Go to plan B. If all else fails and your child shows up his little button nose at milk no matter what you do, go on and offer him yogurt, cheese, and other calcium-rich foods. Just be aware that most alternative sources of calcium tend not to have appropriate amounts of vitamin D, so if you go that path, look for foods that have included D, and let your pediatrician know what’s going on. Your child may be prescribed a supplement.
More reasons why cow’s milk not good for breastfed babies?
There are two reasons why the Committee on Nutrition of the American Academy of Pediatrics discourages using cow’s milk under one year of age: allergies and iron- shortage anemia. The digestive tract lining is slower to mature in some infants than others. While lactose intolerance is uncommon in infants, some toddlers and older children can develop diarrhea, bloating and abdominal pain, because of their failure to absorb the lactose sugar in milk. Likewise, the allergic proteins might leak through the irritated intestinal tract lining into the bloodstream and trigger an allergy, such as a runny nose, wheezing or a red, raised, sandpaper-like rash, specifically on the cheeks. Some infants who dislike cow’s milk can even get frequent ear infections.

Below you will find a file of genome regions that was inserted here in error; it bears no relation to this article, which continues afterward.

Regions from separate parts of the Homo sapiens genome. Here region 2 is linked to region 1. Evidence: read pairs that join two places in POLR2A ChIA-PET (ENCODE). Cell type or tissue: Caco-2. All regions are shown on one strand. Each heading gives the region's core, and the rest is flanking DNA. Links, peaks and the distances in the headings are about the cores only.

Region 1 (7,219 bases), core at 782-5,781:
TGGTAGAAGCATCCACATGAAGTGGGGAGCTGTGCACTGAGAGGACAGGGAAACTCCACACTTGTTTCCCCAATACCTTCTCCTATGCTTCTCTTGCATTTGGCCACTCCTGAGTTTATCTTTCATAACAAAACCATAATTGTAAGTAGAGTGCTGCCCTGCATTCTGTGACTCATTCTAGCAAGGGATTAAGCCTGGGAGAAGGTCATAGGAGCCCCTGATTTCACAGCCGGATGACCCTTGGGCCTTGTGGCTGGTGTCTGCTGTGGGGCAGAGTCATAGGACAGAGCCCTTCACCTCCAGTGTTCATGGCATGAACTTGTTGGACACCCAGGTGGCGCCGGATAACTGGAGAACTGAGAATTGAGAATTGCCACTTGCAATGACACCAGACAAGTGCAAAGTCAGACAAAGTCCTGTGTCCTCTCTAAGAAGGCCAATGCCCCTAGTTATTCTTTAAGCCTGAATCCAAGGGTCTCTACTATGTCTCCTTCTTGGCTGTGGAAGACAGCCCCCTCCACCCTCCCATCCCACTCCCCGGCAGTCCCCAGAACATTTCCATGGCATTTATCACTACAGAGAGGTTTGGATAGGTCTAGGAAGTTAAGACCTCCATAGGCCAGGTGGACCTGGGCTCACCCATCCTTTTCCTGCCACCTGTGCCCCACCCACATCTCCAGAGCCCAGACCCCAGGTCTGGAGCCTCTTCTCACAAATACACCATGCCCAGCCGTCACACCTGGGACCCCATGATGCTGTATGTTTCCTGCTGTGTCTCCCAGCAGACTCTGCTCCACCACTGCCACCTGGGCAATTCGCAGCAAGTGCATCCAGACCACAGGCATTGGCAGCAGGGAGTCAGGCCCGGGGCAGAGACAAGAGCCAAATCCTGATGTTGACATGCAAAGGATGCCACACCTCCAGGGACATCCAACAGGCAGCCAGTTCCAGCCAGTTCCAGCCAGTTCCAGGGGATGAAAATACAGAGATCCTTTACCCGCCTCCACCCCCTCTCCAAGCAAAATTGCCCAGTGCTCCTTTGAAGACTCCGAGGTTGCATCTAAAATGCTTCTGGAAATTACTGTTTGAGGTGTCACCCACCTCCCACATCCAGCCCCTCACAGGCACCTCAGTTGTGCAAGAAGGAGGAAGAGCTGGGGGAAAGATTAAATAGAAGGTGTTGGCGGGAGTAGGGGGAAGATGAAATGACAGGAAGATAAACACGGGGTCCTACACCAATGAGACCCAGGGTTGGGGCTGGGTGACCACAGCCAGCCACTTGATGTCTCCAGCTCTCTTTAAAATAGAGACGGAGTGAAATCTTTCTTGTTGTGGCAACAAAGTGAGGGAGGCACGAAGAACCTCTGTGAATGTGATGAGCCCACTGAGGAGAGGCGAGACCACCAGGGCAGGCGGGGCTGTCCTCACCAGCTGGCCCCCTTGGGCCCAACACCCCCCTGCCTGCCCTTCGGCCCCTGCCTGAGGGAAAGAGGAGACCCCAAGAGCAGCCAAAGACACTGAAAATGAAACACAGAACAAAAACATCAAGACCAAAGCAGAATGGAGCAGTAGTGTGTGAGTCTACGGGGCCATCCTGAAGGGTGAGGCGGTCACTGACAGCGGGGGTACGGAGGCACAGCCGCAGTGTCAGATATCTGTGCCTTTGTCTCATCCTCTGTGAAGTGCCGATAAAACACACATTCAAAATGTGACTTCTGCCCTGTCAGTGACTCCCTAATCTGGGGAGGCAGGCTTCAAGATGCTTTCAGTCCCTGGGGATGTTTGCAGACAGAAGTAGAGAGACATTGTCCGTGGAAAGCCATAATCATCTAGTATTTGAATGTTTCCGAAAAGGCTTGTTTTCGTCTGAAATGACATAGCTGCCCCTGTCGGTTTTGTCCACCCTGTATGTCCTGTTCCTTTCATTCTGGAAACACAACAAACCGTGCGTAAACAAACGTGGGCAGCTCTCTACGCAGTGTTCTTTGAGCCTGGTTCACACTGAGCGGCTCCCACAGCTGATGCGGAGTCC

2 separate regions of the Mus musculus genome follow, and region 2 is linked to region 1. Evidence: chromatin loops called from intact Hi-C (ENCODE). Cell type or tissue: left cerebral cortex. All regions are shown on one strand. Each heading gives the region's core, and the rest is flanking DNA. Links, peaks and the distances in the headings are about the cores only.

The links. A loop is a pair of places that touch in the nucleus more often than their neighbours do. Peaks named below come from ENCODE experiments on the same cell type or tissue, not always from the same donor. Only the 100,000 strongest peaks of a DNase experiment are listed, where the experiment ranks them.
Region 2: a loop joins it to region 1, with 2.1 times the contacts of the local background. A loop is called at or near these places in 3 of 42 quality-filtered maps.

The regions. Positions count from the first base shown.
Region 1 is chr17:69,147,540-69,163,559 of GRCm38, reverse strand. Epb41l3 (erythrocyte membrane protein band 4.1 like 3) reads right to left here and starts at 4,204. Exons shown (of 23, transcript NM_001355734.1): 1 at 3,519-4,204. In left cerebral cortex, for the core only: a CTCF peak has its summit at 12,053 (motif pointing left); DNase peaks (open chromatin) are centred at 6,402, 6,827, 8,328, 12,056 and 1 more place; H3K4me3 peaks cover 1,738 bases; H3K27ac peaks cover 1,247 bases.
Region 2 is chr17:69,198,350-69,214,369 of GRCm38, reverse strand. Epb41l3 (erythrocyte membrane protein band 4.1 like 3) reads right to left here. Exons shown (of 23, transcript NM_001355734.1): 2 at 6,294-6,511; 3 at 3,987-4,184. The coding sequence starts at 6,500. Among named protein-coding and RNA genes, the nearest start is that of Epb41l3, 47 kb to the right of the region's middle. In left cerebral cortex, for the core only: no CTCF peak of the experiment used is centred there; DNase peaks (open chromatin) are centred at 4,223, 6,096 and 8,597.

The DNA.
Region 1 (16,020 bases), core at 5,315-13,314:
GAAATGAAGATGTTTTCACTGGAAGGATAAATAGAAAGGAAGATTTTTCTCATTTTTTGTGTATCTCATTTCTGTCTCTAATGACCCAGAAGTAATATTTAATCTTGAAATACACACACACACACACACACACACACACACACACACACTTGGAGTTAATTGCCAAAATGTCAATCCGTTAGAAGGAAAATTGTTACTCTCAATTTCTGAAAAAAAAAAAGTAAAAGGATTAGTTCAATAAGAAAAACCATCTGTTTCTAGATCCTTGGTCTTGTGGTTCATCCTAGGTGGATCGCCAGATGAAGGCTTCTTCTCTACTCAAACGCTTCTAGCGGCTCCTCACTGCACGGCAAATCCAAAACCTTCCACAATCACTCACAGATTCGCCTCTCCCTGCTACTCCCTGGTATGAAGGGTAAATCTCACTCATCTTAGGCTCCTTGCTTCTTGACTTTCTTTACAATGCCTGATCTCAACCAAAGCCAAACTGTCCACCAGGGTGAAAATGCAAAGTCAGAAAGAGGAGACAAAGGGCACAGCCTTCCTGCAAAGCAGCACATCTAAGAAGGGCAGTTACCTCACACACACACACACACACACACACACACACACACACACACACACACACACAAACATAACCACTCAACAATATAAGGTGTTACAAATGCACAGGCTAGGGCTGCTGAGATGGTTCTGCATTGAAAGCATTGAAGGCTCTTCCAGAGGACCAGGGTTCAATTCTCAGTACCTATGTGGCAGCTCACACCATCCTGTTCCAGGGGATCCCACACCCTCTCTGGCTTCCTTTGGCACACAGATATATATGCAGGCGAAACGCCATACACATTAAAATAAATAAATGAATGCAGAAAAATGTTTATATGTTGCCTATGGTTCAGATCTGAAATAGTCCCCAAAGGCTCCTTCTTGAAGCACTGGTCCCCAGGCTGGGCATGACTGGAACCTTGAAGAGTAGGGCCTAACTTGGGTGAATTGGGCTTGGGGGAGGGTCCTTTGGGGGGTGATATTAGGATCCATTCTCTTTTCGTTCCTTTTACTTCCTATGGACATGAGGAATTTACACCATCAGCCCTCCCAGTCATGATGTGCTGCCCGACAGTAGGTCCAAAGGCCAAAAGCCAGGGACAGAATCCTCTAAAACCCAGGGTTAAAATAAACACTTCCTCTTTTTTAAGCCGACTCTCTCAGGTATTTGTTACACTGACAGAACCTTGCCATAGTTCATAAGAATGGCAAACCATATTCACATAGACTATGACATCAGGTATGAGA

Iron-deficiency anemia is another problem, as there is very little iron in cow’s milk. If baby dislikes the cow’s milk protein, the irritated intestines might consistently lose a little bit of blood into baby’s stools.
What is a solution?
Due to the fact that of the issues about getting too much cow’s milk too early, try these suggestions:
Give baby more breastmilk
Considering that your baby is growing on your milk, it sounds like you just have to figure out methods of nursing her more often. They want to play a lot throughout the day and forget to nurse. Two times a day, take her into a dark, quiet space, such as a bedroom or bathroom and come down to business of nursing. At prescheduled times of the day, cuddle down with her and let her breastfeed off to sleep.